You can find part 1 here – Soft Skills Development in Multiplayer Magic – Commanding Armies by Cyd Oliver
To kick us off for part 2, there’s one person in every gaming group that is like this:
You know who you are… so how can we avoid tedious sequels (not that more Liam Neeson is ever a bad thing).
Commander games can be the making or breaking of a good week. When you have not played the game for a while, the anticipation of an eight man multiplayer smackdown can be feverishly exciting. Sometimes, four turns in, when Possibility Storm and Mishra, Artificer Prodigy are on the table, and another opponent is ramping into Decree of Justice, the build-up seems hardly worthwhile. What do you do? What skills can you draw on?
This all boils down to communication and politics.
You have to vie for your very life, over a contested war zone and through flame and aether. During the last post, I introduced the concept that soft skill development is a benefit to playing Commander. This post, I hope to show you how. How do you make your opponent CYCLE that Decree of Justice, and not cast it? How can you convince the mono-green player to destroy that evil Possibility Storm, levelling the playing field… even when you have a creature on the field with 10 power, protection from green, and you swung at him last turn?
You use the Three Cs.
Show your opponent that you are willing to offer something in return. If they cast Naturalize on a mutually beneficial target, you will swing at the player giving them a problem in your next available combat step (wherever or not you will fulfil your promise is another question). Let us assume you are a nice human being, for now. Turn taking is something I see a lot in Commander. People swinging will swing at each player at the table in turn. They do this until somebody becomes a clear threat, and then go for broke.
Sometimes, you need to offer more than just positive action. You can offer Bribery, offering an opponent you need help from control over who your Door to Nothingness targets, and whom gets the Jinxed Choker for the thirteenth time in a game. Just like a job interview, or at a meeting to decide who gets a promotion, you need to sell yourself. In the third part of this series, we will look at how you can start compromising during the deck building process, and how card choices can win you friends before you have drawn for turn 1.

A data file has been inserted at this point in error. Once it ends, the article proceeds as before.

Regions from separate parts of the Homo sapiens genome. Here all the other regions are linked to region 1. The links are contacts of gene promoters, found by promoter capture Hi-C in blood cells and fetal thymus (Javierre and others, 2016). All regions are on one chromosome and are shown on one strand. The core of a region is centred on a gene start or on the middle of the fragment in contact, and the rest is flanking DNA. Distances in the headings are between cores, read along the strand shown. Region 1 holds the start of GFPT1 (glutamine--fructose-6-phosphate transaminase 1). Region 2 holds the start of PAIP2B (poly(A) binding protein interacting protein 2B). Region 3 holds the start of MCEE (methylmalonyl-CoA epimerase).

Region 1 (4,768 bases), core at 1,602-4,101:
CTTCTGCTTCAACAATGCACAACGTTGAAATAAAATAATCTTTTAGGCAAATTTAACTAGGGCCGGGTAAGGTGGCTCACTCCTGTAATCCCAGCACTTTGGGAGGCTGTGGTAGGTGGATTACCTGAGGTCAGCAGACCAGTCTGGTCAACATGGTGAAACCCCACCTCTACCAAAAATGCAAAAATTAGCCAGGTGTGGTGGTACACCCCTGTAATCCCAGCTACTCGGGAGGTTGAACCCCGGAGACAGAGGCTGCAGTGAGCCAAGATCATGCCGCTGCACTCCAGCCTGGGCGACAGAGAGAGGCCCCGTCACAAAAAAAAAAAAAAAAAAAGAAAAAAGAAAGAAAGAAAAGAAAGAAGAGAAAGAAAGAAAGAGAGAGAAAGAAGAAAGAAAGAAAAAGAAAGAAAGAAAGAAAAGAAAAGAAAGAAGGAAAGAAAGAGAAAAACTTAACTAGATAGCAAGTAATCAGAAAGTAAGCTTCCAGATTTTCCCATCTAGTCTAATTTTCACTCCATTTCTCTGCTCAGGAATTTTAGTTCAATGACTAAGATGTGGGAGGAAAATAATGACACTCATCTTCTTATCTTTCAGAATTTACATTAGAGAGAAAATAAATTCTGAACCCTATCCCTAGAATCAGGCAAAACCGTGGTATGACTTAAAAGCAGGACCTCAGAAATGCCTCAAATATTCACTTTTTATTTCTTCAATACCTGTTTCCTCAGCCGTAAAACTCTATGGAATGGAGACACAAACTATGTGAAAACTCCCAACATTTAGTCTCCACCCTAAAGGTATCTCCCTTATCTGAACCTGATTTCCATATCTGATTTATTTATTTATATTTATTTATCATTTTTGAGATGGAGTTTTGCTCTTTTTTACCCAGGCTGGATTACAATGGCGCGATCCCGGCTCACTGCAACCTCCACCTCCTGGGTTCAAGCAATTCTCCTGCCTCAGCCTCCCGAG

Be clear about everything you do. This is difficult at times, because eight people, often with beer and pretzels (or a heated discussion about last night’s TV), tend to break into six conversations at once. First thing you can do is make sure your cards are clearly visible, set out logically and that your Command Zone is separate from other zones. You do not want your opponent to assume you snuck Zur the Enchanter into play and ‘accidentally’ left it near Pemmin’s Aura.
Do not stop conversation around the table. If people want to talk whilst thirty minutes passes until their next turn (some of ur players leave to go to a fast food restaurant r a supermarket and return with two turns to spare…) Only attract the attention of people who are affected by what you do. Announce your actions clearly and promptly. If your opponent does not like the fact they did not get to Quash your rise to triumph, they should have been paying attention to the game, and not talking to another player about which Taylor Swift song is best to use as a theme track for their new theme deck.
Not losing your cool is paramount in any game. It does not matter if it is Standard, Modern, or Commander. Even without the expectations we have on one another as human beings, nobody comes to the kitchen table to shout and threaten. At least, not serious ones. There will always be someone in a gaming group that goes one-step too far. Remember that one man’s trash talk is another’s offensive snipe. Be considerate. Mediate. If your game is not going to plan, try to keep your spirits up and use the same techniques above to get your opponents to help you.
Convince them that, even though weakened now, you can be a valuable ally with a little extra card draw. Get your opponents to drop Howling Mine and Dictate of Kruphix, get yourself back in the game with communication, not a Collective Voyage in an Alpha Strike. Conceding at the right time can keep the game exciting for you, and not drag it out needlessly. Only you can judge when the cause is truly lost, but do not think that one simple knock back is always the end. Talk the situation through. Tell your opponents why you concede if you do, and be gracious in defeat.
In the end, Commander is like leading an army. You need to mediate, give orders, gain allies, and deal with enemies. By now, you have considered what general to use, how to approach deck building, and learnt a little more about communication over the tabletop. Think about how you act and about what you say during your next game. Take notes. In the next article, we will start to Amass the Components and look at development in time – adapting your deck, play style, and approach as an ongoing exercise in becoming a more diverse and trick some player.